Euro 1996. No mention of the abysmal England vs Switzerland match, but the inclusion of Kenny Daglish’s anti-English commentary did prevent it turning into the standard “We would have won, if it wasn’t for those pesky Germans” look at the tournament. Uri Gellar continued his campaign to be first up against the wall when the revolution comes, full of his own self-importance, despite being best known for bending spoons when he thinks no-one is looking. Kevin Day’s brief diatribe against “new” football fans was interesting, but quickly forgotten about, something that seems to happen often with this series.

It seems that we’ve skipped The Word, so instead we get The Girlie Show, which managed to extract the few noteworthy features of its predecessor, leaving a rotten mess of explicit and attention-seeking items, and not much else. The only redeeming feature of the whole enterprise appears to be Lisa Rogers, who despite her general “Oh my God! Did we do that?” approach during this series and I Love the Eighties, shot up in my estimation when she told the story of how she tried to prevent the “naked apes” from fouling the Blue Peter garden. For once, she seemed earnest and caring, something normally lacking from her appearances on these clip shows.

The segment on Trainspotting highlighted the frustration in watching this series. When people who are actually involved in the film are talking, like Kelly Macdonald remembering the time when her mum visited the set, it is interesting. When a bunch of almost-famous celebrities talk about the film, the programme quickly becomes boring, as they seem to repeat themselves quite often, and have no real insight to shine on the topic. And anyway, I’ve always thought A Life Less Ordinary was the best of the Hodge/Boyle/McGregor films, despite the critical mauling it received. Still, at least they didn’t bring up the “subtitled” US release (a long standing urban legend).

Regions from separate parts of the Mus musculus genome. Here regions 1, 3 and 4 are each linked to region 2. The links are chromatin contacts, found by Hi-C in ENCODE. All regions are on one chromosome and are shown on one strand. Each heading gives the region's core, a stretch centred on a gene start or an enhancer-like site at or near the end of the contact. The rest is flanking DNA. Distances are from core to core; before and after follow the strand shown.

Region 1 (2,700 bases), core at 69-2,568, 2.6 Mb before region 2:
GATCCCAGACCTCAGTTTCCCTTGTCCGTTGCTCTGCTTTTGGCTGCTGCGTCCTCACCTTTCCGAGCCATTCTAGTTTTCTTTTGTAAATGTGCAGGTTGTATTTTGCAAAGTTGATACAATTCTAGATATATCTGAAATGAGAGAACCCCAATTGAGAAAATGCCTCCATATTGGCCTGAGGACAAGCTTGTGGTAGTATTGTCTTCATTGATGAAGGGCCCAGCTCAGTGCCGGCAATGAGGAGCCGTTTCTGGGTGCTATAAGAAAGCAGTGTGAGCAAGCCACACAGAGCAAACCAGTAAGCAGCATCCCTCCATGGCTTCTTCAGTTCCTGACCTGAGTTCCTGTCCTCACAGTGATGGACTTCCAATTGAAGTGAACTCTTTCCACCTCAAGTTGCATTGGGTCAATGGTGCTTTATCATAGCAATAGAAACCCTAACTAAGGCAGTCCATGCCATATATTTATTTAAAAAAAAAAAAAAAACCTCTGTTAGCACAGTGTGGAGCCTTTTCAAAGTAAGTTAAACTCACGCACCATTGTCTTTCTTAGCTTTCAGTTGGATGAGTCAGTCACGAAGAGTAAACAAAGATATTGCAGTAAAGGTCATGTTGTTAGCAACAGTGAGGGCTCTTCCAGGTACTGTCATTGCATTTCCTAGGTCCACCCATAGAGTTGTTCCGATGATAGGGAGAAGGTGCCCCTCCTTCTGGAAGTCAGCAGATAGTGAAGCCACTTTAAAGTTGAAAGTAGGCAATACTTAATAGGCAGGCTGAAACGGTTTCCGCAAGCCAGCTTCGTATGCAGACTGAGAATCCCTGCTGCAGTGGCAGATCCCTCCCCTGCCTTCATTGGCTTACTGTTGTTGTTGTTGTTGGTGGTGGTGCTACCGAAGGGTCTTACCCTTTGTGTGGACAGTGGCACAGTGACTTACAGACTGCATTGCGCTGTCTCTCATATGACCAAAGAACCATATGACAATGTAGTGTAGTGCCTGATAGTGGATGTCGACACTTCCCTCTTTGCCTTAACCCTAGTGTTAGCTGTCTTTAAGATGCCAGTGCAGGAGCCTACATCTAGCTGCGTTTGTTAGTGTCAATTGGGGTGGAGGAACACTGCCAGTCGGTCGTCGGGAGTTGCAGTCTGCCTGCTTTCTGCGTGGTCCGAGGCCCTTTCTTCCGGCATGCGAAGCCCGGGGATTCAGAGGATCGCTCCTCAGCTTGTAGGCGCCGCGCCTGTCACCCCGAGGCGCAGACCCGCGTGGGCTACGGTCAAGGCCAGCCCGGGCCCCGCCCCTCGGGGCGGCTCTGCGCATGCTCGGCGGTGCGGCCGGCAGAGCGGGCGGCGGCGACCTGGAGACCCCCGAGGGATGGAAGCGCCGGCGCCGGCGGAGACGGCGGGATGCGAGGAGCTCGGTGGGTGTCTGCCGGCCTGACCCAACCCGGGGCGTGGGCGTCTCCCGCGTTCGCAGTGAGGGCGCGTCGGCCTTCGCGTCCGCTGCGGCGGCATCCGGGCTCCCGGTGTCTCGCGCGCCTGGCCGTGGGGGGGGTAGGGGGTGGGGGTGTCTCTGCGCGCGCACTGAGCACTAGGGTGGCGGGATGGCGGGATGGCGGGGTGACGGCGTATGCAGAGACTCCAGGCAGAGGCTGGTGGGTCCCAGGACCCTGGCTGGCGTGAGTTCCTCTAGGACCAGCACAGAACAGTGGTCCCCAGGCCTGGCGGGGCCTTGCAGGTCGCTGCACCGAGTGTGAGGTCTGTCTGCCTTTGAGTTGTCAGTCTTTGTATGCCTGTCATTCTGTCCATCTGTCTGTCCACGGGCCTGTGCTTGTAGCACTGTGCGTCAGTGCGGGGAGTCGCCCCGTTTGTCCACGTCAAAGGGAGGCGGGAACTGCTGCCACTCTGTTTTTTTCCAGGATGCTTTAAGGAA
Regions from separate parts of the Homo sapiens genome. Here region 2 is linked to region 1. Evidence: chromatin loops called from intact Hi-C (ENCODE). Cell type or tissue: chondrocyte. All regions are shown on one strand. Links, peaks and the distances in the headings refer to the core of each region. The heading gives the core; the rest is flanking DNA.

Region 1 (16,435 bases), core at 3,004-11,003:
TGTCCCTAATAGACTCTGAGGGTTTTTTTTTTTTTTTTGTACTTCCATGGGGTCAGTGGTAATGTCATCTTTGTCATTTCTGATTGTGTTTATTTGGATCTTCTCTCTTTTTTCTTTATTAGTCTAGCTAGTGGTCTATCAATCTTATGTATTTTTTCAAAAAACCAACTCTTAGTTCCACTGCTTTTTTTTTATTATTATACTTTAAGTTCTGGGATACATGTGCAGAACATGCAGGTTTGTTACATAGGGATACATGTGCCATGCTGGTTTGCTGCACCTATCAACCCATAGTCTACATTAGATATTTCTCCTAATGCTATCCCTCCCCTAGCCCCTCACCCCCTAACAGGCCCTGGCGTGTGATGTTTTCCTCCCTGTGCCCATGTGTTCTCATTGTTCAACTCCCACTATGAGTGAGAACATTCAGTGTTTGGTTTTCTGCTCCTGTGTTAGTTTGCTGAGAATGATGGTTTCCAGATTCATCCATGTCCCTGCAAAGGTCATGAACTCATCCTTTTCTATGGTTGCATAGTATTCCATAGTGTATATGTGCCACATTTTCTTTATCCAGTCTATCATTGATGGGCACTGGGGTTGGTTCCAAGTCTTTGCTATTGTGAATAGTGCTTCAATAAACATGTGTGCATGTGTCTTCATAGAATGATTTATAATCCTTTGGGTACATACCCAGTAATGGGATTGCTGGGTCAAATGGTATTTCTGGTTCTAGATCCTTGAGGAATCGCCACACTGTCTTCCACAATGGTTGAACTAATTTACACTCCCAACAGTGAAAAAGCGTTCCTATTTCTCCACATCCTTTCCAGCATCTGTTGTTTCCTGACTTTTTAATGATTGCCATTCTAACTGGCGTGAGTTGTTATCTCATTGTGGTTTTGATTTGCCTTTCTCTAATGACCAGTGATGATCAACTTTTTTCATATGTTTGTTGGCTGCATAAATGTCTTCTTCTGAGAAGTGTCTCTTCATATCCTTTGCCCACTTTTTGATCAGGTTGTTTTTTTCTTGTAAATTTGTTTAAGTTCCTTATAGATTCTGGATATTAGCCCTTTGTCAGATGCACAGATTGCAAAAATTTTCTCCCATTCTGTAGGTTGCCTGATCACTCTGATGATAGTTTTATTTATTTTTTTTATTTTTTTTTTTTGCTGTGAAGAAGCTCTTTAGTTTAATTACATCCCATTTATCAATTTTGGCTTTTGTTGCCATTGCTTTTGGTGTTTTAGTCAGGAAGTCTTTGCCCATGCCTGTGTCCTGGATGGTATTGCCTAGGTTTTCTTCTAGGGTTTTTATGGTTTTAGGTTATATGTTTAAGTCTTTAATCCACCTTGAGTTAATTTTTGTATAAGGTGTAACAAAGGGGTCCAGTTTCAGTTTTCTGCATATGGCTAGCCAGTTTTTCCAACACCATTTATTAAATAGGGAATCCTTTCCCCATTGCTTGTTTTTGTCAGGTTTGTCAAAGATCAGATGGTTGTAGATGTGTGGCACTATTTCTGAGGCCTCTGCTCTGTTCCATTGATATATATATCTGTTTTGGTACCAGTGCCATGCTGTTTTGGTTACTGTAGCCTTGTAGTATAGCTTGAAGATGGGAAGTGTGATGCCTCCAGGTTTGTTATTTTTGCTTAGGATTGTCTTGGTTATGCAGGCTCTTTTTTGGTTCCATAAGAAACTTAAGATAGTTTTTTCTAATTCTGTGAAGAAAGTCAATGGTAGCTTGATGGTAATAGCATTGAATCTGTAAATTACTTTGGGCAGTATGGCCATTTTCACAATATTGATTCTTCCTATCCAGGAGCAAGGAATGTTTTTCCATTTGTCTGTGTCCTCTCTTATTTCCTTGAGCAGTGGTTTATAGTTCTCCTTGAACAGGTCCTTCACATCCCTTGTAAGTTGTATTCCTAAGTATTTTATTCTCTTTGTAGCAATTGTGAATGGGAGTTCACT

The Macarena feature was similar. Los Del Rio helpfully explain the origin of the song and the dance, we see some clips of people performing the dance, and the talking heads have a good laugh, although I imagine that most of them were doing it at the time. It was good to see Al Gore at the Democrat ’96 Convention, displaying some self-deprecating humour, which seemed to disappear in 2000.

Finally, we have Tomb Raider. And Lara Croft. Despite the male-dominated image that computer gaming has projected over the years, female characters have been around for decades. After a bit of history re-writing, Lara becomes the first time computer games players have ever seen women. Toby Gard’s dissatisfaction with the way that Eidos portrayed Lara Croft to entice publicity seems to go unsaid, and the show peters out into the advert for next week’s I Love 1997, playing Slight Return by The Bluetones.

The overall feeling I’m left with is boredom. Did I really just spend an hour watching a programme that didn’t even manage to excite me about Toy Story? Although watching the past five shows lowered my expectations quite considerably, it was still a disappointment. I have even less desire to see the fun drug-related comments that the celebrities will undoubtedly make about the Teletubbies next week.

Instead, I’m going to break out my tapes of The Evening Session from 1997 and have a good time…